If you’re a Supernatural fan, this book, this love letter to not just the show but to you and the friends you’ve made because of it, is one you can’t miss. Even for the casual fan like me, There’ll Be Peace When You Are Done was an utter joy to read: the fandom’s love and connection to each other is evident on every single page, and that kind of love is absolutely what the world needs right now. To be honest, I didn’t want this book to end, and I’m looking forward to reading Ms. Zubernis’s other works at some point as well.

“Because family really don’t end with blood. And those of us who have been part of the SPNFamily, whose lives have been changed for the better by this show, are now a little more able to ‘carry on.'”

There’ll Be Peace When You Are Done is a beautiful, moving testament to a television show that transcended the bounds of pop culture and changed what it means to be a fan, and we’re all the better for it. Carry on, friends, and Always Keep Fighting.

Huge thanks to NetGalley for allowing me to read and review this wonderful book!

Visit Lynn Zubernis’s website, Fangasm the Book, here.

Follow her on Twitter here.

food · food history · nonfiction

Better Than Homemade- Carolyn Wyman

Food history! The history of food has always fascinated me. Books on cooking trends, food usage and availability, food justice, wartime rationing, and other food-related topics are absolutely my jam (hehehe. Jam. Get it?). And while I’m not exactly a foodie, I’m far from a ‘Break out the processed foods, guys!’ kind of gal. I cook probably about 90% of what we eat from scratch (right down to bread, yogurt, jam/preserves, veggie burgers, etc). I haven’t yet mastered tortillas and my granola bars have been crumbly in the past, but I’m comfortable in the kitchen and love trying new things. That said, Better Than Homemade: Amazing Foods That Changed the Way We Eat by Carolyn Wyman (Quirk Books, 2014) absolutely belonged on my TBR list, because, well, FOOD.

The second World War changed so much all over the world, and American food culture wasn’t exempt from these shifts. Food preservation technology had advanced, thanks to the need to store and ship food to the troops overseas, and the food industry poured a lot of effort into making the American public more comfortable with processed foods in an attempt to unload their leftover stock (and increase profits, of course). Processed foods were celebrated as time savers, as healthier alternatives to fresh (yes, really! Why have the vitamins that are actually in a certain food when you can strip them all out, then spray on a synthetic version? Looking at you, white bread…), and as technological breakthroughs for the modern home. Better Than Homemade brings this era to life in an examination of beloved (mostly) American products that revolutionized- and not necessarily a good way!- the way we eat.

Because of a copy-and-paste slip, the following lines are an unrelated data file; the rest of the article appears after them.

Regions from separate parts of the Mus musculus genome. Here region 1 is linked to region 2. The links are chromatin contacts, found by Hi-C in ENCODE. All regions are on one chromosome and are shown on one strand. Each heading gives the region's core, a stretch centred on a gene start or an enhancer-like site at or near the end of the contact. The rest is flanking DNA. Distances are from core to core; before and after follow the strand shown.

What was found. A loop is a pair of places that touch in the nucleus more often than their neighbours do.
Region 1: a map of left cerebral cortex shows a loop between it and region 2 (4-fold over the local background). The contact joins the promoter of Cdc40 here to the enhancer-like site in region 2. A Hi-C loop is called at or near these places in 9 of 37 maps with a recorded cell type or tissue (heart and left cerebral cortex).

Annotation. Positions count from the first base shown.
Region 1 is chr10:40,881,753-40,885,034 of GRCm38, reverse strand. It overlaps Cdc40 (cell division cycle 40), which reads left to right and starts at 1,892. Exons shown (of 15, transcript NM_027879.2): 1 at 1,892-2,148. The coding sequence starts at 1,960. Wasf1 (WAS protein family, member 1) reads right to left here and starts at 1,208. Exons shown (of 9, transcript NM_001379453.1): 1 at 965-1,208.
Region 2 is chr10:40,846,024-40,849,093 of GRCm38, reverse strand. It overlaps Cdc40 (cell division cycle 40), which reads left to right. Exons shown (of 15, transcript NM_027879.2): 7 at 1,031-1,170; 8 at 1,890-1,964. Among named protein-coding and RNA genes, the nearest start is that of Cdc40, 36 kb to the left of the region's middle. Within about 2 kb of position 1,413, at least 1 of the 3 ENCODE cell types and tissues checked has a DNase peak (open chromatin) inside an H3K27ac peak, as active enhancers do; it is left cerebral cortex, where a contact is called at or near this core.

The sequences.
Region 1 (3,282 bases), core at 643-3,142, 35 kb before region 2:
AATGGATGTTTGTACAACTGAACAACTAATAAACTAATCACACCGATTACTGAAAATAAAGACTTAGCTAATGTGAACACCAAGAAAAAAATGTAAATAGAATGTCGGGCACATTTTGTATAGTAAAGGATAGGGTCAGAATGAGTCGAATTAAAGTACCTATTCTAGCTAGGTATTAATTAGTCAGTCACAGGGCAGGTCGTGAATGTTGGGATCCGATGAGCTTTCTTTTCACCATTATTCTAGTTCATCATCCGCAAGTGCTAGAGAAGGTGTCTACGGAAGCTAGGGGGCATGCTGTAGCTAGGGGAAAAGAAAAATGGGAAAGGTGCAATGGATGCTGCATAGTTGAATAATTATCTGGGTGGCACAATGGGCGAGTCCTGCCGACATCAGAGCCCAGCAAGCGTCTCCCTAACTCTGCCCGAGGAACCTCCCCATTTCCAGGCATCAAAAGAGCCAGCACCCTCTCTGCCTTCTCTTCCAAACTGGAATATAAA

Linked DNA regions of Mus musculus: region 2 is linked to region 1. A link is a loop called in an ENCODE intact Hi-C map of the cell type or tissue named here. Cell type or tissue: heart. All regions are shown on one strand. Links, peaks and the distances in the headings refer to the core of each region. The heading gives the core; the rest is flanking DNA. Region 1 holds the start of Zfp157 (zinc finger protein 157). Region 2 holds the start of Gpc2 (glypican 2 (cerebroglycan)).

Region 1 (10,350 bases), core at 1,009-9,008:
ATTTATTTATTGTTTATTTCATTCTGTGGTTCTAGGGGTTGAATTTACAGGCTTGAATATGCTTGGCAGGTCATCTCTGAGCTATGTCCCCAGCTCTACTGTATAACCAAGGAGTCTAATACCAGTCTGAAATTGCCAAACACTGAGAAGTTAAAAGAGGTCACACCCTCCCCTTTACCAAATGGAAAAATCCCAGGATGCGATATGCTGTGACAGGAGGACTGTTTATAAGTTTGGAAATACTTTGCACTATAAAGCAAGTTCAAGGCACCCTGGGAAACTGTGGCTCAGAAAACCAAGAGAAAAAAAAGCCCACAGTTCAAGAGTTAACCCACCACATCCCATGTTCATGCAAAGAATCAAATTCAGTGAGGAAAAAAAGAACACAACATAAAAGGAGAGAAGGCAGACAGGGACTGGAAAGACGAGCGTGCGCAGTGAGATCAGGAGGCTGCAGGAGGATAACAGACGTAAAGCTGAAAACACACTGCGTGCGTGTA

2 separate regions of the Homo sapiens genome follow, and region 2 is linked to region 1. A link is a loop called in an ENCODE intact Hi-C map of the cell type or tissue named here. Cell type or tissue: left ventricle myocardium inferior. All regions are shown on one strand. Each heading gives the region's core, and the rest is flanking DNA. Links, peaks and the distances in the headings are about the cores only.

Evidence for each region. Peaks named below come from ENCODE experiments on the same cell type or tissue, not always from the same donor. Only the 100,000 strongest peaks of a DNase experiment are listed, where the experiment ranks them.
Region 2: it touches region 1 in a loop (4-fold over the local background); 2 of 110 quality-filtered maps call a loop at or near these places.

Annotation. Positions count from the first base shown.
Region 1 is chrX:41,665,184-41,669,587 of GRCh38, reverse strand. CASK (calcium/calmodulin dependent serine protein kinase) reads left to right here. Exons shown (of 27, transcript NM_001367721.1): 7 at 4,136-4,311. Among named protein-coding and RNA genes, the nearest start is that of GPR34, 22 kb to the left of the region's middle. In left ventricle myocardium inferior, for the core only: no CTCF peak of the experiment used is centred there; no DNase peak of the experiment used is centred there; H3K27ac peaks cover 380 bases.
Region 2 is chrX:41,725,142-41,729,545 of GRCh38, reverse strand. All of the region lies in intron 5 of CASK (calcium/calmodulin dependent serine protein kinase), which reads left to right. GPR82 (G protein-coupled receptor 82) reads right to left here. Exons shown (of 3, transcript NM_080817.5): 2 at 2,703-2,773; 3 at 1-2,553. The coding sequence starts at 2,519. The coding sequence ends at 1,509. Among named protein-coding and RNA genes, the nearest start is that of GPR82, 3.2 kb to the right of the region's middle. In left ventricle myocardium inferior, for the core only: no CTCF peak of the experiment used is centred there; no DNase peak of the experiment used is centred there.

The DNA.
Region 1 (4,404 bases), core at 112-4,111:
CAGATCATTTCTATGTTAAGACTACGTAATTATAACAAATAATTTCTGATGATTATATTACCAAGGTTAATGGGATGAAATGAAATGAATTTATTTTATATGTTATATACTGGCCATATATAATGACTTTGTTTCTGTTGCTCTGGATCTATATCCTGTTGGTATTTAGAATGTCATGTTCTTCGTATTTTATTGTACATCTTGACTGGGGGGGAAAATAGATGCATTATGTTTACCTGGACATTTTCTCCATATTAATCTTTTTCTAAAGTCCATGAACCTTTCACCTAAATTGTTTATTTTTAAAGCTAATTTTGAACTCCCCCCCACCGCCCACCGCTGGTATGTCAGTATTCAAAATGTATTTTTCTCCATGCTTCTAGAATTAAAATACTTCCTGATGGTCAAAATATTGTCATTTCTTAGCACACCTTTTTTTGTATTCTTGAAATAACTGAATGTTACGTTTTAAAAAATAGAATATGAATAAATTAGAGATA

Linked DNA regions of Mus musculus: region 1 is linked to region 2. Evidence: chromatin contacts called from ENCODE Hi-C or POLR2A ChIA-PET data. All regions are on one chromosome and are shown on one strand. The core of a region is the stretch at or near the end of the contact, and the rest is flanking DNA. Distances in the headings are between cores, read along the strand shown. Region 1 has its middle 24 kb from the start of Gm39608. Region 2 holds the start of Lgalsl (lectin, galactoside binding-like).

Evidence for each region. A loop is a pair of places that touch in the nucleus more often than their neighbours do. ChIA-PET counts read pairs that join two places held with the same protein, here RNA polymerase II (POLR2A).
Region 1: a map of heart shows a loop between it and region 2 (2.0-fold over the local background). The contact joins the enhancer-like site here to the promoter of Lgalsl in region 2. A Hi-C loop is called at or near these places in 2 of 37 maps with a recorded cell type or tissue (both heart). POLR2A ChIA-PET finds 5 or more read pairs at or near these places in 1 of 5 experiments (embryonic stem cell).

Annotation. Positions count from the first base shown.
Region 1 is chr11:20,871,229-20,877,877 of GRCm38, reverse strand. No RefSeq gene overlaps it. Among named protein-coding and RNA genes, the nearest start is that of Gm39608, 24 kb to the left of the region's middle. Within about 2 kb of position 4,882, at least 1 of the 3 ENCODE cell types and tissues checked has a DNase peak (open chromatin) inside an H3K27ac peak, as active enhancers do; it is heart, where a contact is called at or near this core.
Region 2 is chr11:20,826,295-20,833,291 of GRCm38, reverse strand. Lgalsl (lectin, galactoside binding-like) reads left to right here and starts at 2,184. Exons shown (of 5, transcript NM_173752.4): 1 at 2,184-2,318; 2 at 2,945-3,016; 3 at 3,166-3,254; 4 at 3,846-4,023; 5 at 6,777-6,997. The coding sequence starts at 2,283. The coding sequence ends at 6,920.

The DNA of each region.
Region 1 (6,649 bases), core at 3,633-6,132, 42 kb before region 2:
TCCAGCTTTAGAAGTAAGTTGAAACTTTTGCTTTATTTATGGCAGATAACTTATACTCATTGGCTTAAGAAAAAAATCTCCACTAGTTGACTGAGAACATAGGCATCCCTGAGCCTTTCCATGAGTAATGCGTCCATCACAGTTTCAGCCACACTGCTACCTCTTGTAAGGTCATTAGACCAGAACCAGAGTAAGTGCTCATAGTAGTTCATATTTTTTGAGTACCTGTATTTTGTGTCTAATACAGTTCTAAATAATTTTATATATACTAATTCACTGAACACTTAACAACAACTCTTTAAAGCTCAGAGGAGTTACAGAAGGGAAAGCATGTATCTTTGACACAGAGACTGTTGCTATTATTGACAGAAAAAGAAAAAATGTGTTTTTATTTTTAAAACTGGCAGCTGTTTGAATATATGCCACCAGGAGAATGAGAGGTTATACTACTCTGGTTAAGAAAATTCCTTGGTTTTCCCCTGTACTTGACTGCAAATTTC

Warning: you may see large portions of your childhood displayed in these colorful pages. Cheez-Whiz, spray cheese, Velveeta, Kool-Aid, snack cakes, the history of all these products and evolution of American food culture are laid out in this easy and fun-to-read book. It’s nostalgia between two covers, although you might be squinting at some of the products in a queasy haze, thankful that your tastes have grown and expanded.

I really enjoyed reading the brief histories of the companies who made some of my favorite childhood foods and viewing the different product packaging (it was kind of neat to recognize the labels and packages from my childhood on the pages that featured a lineup of product packaging). I don’t use many of these products any more- I do keep potato flakes around for a certain bread recipe; I keep a tube of refrigerated biscuits in the fridge for breakfast sandwiches; I do use cooking spray, occasionally I’ll spring for some Aldi-brand Tater Tots, and I still have some seriously ancient boxes of Jell-o in the pantry- but I ate Hamburger Helper, canned pasta in various forms, boxed macaroni and cheese, and crescent rolls as a kid, and my mother still uses Minute Rice, so reading through this book was a food-related stroll back through my younger days, days with far less concern for my own nutrition.

The funniest part of this book was turning the page, seeing a product I hadn’t thought about in years, and then having the television jingle from a commercial the company put out in 1987 run through my head. Like, SERIOUSLY, brain? There isn’t any better use for the brain cells storing that song??? This is why I did so badly in high school chemistry, you guys; my brain is too busy keeping a death grip on the Carnation Instant Breakfast jingle from when I was nine years old, and the rest of me is over here wondering what it was I came into the kitchen for…

If you’re interested in the intersection of food history and pop culture, or you’re my age (39 today!) or older and feel like revisiting the foods you ate growing up, a serving of Better Than Homemade just might hit the spot. 😉

Visit Carolyn Wyman’s website here.


I’ll Be There For You: The One about Friends- Kelsey Miller